It isn’t the sort of thing to talk about, but I feel my lips curving into a smile nonetheless.
“I just love bunnies,” Trixie cooed, squinting at the cage from across the room. She’d mistaken the guinea pig for a rabbit. “It’s, ah, mm,” I didn’t really know how to inform her it was a guinea pig. “I love them when they’re little, so little, so soft, so sweet . . . and then they grow up,” she said with a frown. Running her fingers through her long straight hair, she sighed and continued. “It’s so saaaad . . . they become these useless lumps of furry flesh, you know? Might as well just kill them then you know.” She laughed. I pressed my lips together. This was a joke, right? Or – a test?
“Oh Lola you’re right, I’m being too practical, aren’t I?” She laughed again (it’s a deep laugh, enough so to engender idle talk of perhaps-Trixie-is-a-transvestite).
The first time I saw him I thought only that he was very tall. I didn’t feel like meeting new parents – I had the most epically skinned knees from some good idea turned bad, had just returned from the doctor who had stopped just short of pronouncing me the most unmarriageable girl possible, and I don’t like it when only one parent shows up to the interview, especially sans children. They can tell you all they want about their kids as a description, but at the end of the day it can range anywhere from accurate to bullshit to complete delusion.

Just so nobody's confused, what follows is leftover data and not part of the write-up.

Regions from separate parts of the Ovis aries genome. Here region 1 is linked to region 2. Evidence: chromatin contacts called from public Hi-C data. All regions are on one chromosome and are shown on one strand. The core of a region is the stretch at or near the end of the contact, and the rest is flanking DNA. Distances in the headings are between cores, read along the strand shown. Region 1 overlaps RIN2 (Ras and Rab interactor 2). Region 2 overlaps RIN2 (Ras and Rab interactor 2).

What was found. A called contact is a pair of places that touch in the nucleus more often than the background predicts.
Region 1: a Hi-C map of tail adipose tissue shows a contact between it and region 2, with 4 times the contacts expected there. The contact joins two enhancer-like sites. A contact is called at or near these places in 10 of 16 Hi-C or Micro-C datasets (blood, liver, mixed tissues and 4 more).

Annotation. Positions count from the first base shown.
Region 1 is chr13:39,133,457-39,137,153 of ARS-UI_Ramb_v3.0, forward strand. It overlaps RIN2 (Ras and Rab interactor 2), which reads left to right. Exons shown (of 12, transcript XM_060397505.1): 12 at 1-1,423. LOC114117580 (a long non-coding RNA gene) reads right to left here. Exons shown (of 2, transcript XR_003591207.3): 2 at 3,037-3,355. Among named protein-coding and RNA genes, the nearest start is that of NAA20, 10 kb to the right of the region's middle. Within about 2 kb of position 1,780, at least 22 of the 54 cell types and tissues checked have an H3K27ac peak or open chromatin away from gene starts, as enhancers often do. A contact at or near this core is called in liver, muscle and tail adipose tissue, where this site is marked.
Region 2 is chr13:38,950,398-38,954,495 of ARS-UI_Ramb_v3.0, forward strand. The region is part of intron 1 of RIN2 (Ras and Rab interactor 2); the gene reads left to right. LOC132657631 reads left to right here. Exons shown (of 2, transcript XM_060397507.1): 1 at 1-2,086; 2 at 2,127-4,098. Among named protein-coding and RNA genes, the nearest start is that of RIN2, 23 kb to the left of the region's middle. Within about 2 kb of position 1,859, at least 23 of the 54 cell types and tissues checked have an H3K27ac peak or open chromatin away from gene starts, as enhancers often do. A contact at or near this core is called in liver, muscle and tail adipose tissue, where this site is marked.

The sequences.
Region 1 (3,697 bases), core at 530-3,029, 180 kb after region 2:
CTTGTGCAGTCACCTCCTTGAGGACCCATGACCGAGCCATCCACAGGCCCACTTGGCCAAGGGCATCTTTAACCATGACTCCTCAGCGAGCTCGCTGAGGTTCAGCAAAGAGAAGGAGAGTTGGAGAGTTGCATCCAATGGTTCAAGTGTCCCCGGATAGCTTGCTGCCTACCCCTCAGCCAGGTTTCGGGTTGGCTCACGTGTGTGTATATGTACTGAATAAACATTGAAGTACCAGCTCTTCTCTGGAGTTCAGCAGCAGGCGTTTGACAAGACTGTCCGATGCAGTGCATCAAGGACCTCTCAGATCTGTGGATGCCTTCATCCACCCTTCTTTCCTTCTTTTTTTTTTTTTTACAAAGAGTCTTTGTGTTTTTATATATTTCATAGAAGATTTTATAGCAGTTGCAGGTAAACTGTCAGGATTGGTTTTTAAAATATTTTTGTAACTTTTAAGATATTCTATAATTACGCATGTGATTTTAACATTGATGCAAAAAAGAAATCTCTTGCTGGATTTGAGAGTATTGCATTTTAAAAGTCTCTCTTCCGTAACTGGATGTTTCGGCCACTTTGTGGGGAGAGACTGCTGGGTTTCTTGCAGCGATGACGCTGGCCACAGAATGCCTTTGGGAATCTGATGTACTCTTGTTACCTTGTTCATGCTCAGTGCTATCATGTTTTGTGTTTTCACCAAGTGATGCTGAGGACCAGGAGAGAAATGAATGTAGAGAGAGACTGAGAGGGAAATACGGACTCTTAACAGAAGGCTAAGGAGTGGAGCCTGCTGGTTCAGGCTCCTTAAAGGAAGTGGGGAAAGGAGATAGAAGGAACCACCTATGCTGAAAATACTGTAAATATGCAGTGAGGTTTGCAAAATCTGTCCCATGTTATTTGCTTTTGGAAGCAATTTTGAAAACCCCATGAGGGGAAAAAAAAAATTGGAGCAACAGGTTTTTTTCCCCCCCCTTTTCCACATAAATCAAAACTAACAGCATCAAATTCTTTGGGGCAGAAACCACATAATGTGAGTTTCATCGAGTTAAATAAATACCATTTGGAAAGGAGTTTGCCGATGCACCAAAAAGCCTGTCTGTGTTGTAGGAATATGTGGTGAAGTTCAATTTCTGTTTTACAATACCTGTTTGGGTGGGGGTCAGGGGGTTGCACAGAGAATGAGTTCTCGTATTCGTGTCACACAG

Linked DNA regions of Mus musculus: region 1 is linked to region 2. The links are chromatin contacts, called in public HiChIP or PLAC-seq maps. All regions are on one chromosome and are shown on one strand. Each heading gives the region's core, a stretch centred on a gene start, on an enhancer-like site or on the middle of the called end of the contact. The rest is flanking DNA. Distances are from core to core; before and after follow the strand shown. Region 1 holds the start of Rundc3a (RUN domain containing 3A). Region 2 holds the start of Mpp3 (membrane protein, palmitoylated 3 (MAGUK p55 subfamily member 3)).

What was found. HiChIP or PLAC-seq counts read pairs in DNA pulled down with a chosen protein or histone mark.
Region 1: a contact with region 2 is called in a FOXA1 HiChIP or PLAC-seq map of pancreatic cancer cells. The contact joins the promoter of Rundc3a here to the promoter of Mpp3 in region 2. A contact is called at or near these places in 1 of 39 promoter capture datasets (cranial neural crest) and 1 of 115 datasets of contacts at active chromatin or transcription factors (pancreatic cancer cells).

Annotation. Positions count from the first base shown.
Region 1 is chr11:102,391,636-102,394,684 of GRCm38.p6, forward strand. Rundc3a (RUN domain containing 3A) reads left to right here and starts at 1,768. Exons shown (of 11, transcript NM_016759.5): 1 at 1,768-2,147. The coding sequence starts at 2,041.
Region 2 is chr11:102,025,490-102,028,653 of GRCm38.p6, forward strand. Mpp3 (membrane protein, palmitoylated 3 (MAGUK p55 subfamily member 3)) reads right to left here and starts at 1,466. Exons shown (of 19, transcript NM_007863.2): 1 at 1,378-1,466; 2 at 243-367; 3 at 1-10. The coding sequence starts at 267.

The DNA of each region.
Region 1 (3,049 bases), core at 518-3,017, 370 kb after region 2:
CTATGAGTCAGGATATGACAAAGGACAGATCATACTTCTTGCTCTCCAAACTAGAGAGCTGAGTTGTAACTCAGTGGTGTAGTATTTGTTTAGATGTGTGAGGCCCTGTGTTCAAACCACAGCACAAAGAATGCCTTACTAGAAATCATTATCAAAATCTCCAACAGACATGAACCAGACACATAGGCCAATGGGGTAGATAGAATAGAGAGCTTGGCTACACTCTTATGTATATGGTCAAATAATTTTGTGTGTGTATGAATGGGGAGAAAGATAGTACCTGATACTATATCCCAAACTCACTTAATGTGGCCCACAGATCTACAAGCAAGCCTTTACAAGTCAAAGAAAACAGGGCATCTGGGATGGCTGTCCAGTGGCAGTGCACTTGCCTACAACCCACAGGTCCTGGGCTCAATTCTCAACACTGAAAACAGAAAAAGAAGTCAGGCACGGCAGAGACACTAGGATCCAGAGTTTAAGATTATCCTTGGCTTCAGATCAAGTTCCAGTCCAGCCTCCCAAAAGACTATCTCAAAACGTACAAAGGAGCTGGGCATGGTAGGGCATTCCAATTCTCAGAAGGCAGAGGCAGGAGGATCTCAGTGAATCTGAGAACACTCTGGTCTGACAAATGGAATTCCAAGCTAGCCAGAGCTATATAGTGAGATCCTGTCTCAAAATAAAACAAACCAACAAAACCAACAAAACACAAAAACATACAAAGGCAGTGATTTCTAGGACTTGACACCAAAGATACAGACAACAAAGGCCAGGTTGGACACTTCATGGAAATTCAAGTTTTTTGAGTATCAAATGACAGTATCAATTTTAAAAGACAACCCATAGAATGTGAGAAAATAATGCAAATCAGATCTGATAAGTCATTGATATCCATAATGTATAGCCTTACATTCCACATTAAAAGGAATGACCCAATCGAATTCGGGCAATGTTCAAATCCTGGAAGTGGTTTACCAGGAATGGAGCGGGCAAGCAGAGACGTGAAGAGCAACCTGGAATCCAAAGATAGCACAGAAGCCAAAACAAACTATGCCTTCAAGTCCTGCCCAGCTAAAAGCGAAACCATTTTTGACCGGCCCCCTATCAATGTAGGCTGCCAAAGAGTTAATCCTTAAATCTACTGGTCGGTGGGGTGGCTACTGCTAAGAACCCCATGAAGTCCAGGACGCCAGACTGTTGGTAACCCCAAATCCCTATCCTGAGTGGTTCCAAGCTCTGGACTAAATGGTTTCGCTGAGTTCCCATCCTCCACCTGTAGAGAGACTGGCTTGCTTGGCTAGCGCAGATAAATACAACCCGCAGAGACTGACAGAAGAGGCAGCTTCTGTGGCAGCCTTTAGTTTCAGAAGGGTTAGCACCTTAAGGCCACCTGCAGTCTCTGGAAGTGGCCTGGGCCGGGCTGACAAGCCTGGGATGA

Anyway, he was tall, and he smiled at me as if we knew each other, so much so that I said “Do I know you?” just as the director asked him “Do you know our Lola?” and he shook his head. No, he didn’t know me, hadn’t met me, mouthed my name like I was a rare fruit. I sighed. I wanted no part of this. He came towards me with his brilliant smile – and neglected to see the plastic ‘gym’ at his feet. He fell head first, completely unprepared, and some little voice began yelling “Splat! Splat!”
I slipped out, still limping slightly. Like I said – I wanted no part of any of it, whatever it was.